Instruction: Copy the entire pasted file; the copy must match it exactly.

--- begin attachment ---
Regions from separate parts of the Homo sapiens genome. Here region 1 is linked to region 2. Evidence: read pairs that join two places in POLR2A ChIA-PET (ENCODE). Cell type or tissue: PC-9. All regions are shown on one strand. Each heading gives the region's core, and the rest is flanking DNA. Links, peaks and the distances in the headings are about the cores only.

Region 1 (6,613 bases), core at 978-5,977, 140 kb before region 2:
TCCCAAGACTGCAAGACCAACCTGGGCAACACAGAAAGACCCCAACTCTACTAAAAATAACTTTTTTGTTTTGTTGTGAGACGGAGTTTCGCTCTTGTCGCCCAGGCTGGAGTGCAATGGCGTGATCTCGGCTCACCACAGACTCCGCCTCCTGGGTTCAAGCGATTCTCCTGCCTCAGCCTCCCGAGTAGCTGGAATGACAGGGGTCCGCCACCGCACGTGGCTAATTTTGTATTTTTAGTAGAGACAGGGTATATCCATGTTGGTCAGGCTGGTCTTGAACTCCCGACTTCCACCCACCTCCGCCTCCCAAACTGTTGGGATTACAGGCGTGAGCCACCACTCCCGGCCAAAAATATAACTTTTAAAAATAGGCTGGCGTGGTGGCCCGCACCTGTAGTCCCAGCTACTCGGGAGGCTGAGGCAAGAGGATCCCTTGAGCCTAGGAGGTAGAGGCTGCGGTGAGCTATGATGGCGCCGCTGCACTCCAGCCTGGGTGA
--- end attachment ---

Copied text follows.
Regions from separate parts of the Homo sapiens genome. Here region 1 is linked to region 2. Evidence: read pairs that join two places in POLR2A ChIA-PET (ENCODE). Cell type or tissue: PC-9. All regions are shown on one strand. Each heading gives the region's core, and the rest is flanking DNA. Links, peaks and the distances in the headings are about the cores only.

Region 1 (6,613 bases), core at 978-5,977, 140 kb before region 2:
TCCCAAGACTGCAAGACCAACCTGGGCAACACAGAAAGACCCCAACTCTACTAAAAATAACTTTTTTGTTTTGTTGTGAGACGGAGTTTCGCTCTTGTCGCCCAGGCTGGAGTGCAATGGCGTGATCTCGGCTCACCACAGACTCCGCCTCCTGGGTTCAAGCGATTCTCCTGCCTCAGCCTCCCGAGTAGCTGGAATGACAGGGGTCCGCCACCGCACGTGGCTAATTTTGTATTTTTAGTAGAGACAGGGTATATCCATGTTGGTCAGGCTGGTCTTGAACTCCCGACTTCCACCCACCTCCGCCTCCCAAACTGTTGGGATTACAGGCGTGAGCCACCACTCCCGGCCAAAAATATAACTTTTAAAAATAGGCTGGCGTGGTGGCCCGCACCTGTAGTCCCAGCTACTCGGGAGGCTGAGGCAAGAGGATCCCTTGAGCCTAGGAGGTAGAGGCTGCGGTGAGCTATGATGGCGCCGCTGCACTCCAGCCTGGGTGA